I wasn't advocating he pay for his neighbors fence, just the opposite. What I was saying is do it civilly, like the neighbor should have done with him. All the points about needing the fence to have the pool, gaining nothing esthetically or property wise, not wanting to maintain it, etc. are all points I would bring to the neighbor, but if it were me I take the high road. Tell him what your thoughts and expectations are, hoping there is an understanding friendly neighbor. But walking in with an attitude, or worse, a letter from your lawyer, (sorry guys, and my brother is a lawyer) will most likely only make matters worse. When I built a 6 ft stockade across the back of my property, abutting two other properties, I built it one foot inside the property line, faced the better side toward the neighbors, and paid for it myself. I never heard a complaint. But then I'm 6'3" and 320 lbs. ride a Harley and have two sons bigger than me. Go figure.
Dave
Add pictures here
<% if( /^image/.test(type) ){ %>
<% } %>
<%-name%>
Add image file
Upload

What
him.
Guess I mis-understood.

No complaints from me either, friend. Ed
Add pictures here
<% if( /^image/.test(type) ){ %>
<% } %>
<%-name%>
Add image file
Upload
David Babcock wrote:

being a big guy i guess you learned to be civil.. the big ones that i remember who grew up did so, and the ones that did not well someone either shot them or they are in prison now..... young nephew tells me that he cant stand to be around with his cousin, big kid, always picking fights with the other guys his age at bars, pool halls.. i told him to stay away from this guy, as someone is gonna get back at him and go to their car an get their gun and let him have it(in their eyes it will be the only alternative ) , sure enough he got shot in a bar.. so justice prevailed, well at least for now.....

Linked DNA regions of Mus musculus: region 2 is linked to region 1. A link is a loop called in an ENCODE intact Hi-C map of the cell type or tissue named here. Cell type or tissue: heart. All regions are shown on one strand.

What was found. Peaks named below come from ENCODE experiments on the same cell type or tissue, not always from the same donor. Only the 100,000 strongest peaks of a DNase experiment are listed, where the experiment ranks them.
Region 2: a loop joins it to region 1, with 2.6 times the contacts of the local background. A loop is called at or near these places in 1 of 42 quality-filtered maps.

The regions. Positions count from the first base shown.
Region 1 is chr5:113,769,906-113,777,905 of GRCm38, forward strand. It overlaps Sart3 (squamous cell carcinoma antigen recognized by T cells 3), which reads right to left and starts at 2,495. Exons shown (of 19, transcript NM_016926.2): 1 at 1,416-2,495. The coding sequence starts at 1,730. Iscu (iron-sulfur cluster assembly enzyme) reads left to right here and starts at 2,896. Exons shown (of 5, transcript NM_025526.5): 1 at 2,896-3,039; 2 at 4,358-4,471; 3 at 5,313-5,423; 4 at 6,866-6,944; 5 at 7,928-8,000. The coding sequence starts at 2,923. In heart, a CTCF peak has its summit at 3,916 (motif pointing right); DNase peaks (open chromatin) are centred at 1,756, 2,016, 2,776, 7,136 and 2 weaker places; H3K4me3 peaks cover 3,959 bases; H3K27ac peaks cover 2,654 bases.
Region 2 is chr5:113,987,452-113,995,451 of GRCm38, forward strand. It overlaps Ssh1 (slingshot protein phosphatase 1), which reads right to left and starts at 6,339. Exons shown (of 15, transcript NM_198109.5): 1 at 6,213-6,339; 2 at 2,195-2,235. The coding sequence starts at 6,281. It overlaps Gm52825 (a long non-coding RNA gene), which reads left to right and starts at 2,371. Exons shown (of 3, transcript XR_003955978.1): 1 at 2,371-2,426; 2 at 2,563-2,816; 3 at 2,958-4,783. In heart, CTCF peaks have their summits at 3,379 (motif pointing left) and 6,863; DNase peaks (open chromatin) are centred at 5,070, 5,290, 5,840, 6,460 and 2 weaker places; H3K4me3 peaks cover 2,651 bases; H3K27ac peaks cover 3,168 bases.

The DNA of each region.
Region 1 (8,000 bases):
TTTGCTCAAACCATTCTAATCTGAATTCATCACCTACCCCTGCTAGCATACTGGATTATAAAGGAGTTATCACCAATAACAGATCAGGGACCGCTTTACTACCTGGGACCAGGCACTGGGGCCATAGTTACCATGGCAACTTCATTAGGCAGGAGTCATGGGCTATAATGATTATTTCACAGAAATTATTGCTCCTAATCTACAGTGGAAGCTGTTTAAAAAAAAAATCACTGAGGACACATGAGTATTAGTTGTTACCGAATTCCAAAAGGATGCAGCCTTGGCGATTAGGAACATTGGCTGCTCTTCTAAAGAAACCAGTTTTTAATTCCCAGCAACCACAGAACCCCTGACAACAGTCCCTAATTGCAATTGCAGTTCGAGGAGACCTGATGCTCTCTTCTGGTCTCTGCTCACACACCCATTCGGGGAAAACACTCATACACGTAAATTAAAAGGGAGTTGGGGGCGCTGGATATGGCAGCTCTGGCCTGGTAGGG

Add pictures here
<% if( /^image/.test(type) ){ %>
<% } %>
<%-name%>
Add image file
Upload
The neighbor has pretty much already proven himself a jerk by asking for the money. The only exception that I can think of is that he let his previous neighbor (previous home owner) have full use of the pool and assumed that the new owner was told of the arrangement and was happy with it.

someone
to
section
length,
have
as to

original
legal mumbo

out what

what you

to weigh

to your

discussion
just be

depending on

idea.....livability.
feelings
hopefully you

hands
Add pictures here
<% if( /^image/.test(type) ){ %>
<% } %>
<%-name%>
Add image file
Upload

Property line fences bring a special problem. How does the owner of the fence maintain the fence on your side without trespassing on your property? This is why many jurisdictions require the fence set in far enough from the property line to avoid that problem. If this is a wood fence, who will paint it? If you do, can you pick your own color?
Since the fence in question is "falling part" I don't see your neighbor as being high in the maintenace area. Has the fence become an eyesore.
My take would be, somewhat apologetically, "Gee, you need that fence bacause of your pool. I don't get any benefit from either your pool or your fence (which by the way you have not been diligent in maintaining). I am sorry but I cannot see a reason for spending my money on something that is not to my benefit."
And finally, I think he is trying to pull a fast one on you. Remember those words of P.T. Barnum abou suckers being born every minute.
Charlie

Add pictures here
<% if( /^image/.test(type) ){ %>
<% } %>
<%-name%>
Add image file
Upload

Related Threads

    HomeOwnersHub.com is a website for homeowners and building and maintenance pros. It is not affiliated with any of the manufacturers or service providers discussed here. All logos and trade names are the property of their respective owners.